Re: Writing vs. Testing

Subject: Re: Writing vs. Testing
From: Yvonne DeGraw <yvonne -at- SILCOM -dot- COM>
Date: Fri, 21 May 1999 22:47:29 -0700

Eric Ray <ejr -at- RAYCOMM -dot- COM> wrote:
>I suspect the difference is in testing and using the software
>and filing bugs as you go (a normal tech writer task) versus
>applying a test script (a normal QA task and one that generally
>does little to help the tech writer and, as someone noted,
>often conflicts with tech writing schedules). Applying test
>scripts (particularly if the script is thorough) is positively
>mind-numbing and not particularly educational. IMHO.

Yes -- in fact, it's so mind-numbing that there's software to automate it.
Setting up the test scripts and benchmarks is tricky (any change on
the screen gets flagged as a bug, so you have to minimize variation),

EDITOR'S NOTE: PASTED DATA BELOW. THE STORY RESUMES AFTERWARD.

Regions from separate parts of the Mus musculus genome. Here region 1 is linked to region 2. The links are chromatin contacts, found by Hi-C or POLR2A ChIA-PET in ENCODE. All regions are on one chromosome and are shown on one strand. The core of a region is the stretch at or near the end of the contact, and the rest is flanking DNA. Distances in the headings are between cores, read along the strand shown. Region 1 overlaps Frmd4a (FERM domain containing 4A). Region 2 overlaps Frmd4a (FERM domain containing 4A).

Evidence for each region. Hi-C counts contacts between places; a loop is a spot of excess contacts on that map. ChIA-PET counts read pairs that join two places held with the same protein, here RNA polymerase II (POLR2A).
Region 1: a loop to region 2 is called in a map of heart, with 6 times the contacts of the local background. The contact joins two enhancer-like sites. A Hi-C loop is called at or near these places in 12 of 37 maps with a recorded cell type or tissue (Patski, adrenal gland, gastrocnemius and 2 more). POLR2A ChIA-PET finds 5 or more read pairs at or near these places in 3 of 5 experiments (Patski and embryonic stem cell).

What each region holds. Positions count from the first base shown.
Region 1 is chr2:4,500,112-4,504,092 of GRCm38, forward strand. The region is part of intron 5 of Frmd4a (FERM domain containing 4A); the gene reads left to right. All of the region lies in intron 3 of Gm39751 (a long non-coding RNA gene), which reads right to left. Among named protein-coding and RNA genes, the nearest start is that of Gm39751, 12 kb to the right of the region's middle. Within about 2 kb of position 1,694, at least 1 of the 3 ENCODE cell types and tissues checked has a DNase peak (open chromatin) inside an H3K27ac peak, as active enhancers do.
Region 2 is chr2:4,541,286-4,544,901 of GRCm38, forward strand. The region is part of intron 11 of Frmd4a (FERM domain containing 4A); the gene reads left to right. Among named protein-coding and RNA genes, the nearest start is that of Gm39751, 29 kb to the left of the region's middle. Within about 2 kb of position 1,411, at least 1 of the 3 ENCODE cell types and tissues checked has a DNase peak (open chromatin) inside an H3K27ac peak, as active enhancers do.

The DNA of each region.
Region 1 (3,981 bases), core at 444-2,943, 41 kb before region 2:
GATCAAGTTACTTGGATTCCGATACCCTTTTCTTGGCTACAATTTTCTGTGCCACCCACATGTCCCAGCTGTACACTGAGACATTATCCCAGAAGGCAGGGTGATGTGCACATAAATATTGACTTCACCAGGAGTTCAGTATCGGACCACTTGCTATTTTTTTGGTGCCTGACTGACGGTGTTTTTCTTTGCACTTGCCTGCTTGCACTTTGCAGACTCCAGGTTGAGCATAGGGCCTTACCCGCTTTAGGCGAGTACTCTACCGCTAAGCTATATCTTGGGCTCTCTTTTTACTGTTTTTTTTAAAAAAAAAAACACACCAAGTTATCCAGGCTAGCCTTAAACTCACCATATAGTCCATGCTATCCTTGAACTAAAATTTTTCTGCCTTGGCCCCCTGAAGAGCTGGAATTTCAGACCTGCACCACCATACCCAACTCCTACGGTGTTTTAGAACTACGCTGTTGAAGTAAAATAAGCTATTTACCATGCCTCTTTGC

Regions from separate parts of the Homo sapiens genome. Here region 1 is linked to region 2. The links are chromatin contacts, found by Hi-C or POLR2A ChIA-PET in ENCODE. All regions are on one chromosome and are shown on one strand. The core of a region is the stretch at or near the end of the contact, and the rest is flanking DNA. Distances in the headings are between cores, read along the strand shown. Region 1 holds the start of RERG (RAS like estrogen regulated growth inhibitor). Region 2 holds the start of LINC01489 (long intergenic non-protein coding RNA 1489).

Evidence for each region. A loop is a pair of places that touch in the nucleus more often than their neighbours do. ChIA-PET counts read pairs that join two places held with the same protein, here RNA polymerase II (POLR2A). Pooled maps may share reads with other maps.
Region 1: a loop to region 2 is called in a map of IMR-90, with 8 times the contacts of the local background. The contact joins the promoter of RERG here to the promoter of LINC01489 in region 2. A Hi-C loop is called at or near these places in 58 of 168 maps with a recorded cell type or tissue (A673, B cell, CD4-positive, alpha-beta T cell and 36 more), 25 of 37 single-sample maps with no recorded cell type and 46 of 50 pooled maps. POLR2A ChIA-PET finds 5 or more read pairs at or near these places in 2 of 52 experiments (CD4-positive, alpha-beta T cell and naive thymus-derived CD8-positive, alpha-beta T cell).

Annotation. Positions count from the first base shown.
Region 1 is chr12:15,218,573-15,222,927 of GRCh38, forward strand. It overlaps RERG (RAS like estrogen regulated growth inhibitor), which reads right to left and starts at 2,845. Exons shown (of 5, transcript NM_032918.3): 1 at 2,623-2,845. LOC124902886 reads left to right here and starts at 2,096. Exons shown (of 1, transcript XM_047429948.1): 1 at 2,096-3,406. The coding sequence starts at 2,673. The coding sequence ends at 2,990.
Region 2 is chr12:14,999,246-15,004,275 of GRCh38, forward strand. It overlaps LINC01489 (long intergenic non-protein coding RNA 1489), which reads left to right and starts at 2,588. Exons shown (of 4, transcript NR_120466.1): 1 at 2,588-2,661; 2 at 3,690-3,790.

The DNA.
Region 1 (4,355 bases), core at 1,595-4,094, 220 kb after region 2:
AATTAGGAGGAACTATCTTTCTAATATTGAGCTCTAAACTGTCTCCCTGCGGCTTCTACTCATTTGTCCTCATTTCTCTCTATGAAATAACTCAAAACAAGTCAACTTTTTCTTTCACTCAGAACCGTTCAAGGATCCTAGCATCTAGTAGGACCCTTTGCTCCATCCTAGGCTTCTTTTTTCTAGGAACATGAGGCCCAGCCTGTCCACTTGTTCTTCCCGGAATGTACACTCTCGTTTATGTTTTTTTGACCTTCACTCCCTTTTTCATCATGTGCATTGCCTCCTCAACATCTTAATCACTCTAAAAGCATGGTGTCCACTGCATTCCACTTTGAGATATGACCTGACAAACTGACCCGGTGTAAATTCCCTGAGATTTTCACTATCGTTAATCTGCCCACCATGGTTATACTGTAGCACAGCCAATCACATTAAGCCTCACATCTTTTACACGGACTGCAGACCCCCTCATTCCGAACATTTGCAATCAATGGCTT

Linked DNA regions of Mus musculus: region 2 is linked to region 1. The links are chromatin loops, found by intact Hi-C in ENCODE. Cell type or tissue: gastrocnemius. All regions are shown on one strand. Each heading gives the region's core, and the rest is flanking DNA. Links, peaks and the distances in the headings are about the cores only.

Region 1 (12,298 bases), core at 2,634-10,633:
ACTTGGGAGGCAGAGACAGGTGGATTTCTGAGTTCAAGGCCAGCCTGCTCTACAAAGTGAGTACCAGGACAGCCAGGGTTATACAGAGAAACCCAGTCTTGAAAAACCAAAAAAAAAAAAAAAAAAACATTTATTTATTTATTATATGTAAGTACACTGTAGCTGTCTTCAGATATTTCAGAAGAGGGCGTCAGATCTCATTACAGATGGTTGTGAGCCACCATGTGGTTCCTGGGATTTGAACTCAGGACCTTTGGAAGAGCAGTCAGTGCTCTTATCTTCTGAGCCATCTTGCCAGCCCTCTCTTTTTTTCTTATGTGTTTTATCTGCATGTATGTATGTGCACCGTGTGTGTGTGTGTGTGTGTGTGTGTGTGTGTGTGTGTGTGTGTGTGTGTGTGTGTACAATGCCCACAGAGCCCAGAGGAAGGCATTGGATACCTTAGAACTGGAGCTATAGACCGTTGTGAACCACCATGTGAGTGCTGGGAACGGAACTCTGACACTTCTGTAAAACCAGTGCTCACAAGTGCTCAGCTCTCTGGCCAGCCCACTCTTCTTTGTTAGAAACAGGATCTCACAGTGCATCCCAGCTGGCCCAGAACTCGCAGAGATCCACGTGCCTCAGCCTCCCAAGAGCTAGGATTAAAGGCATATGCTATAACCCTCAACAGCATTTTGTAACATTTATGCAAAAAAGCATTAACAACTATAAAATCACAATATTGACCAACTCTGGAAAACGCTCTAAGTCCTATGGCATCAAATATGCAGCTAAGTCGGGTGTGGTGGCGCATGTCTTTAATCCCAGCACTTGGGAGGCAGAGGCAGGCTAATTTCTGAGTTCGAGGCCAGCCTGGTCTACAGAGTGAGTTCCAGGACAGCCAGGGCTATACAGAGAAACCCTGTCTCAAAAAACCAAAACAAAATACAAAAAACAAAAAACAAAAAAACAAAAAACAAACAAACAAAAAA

but it beats ruining your wrists with repetitive keystrokes.

In companies I've worked with that have "real QA departments", the
task of QA is to design test scripts, record them, and interpret
the results. I thing "QA Partner" was common for testing PC software.
I don't recall the names of other programs my clients have used.

The other difference between QA-style testing and tech-writer testing
is the types of bugs we tend to report. QA departments often report
failures and limit conditions -- "It fails if the variable name is
longer than 52 characters". Bugs I report in the course of documenting
are more often usability issues.

Yvonne DeGraw, Technical Services o Technical Writing
yvonne -at- silcom -dot- com o Online Help
http://www.silcom.com/~yvonne o Web Documentation
Tel: 805/683-5784 o Database Publishing


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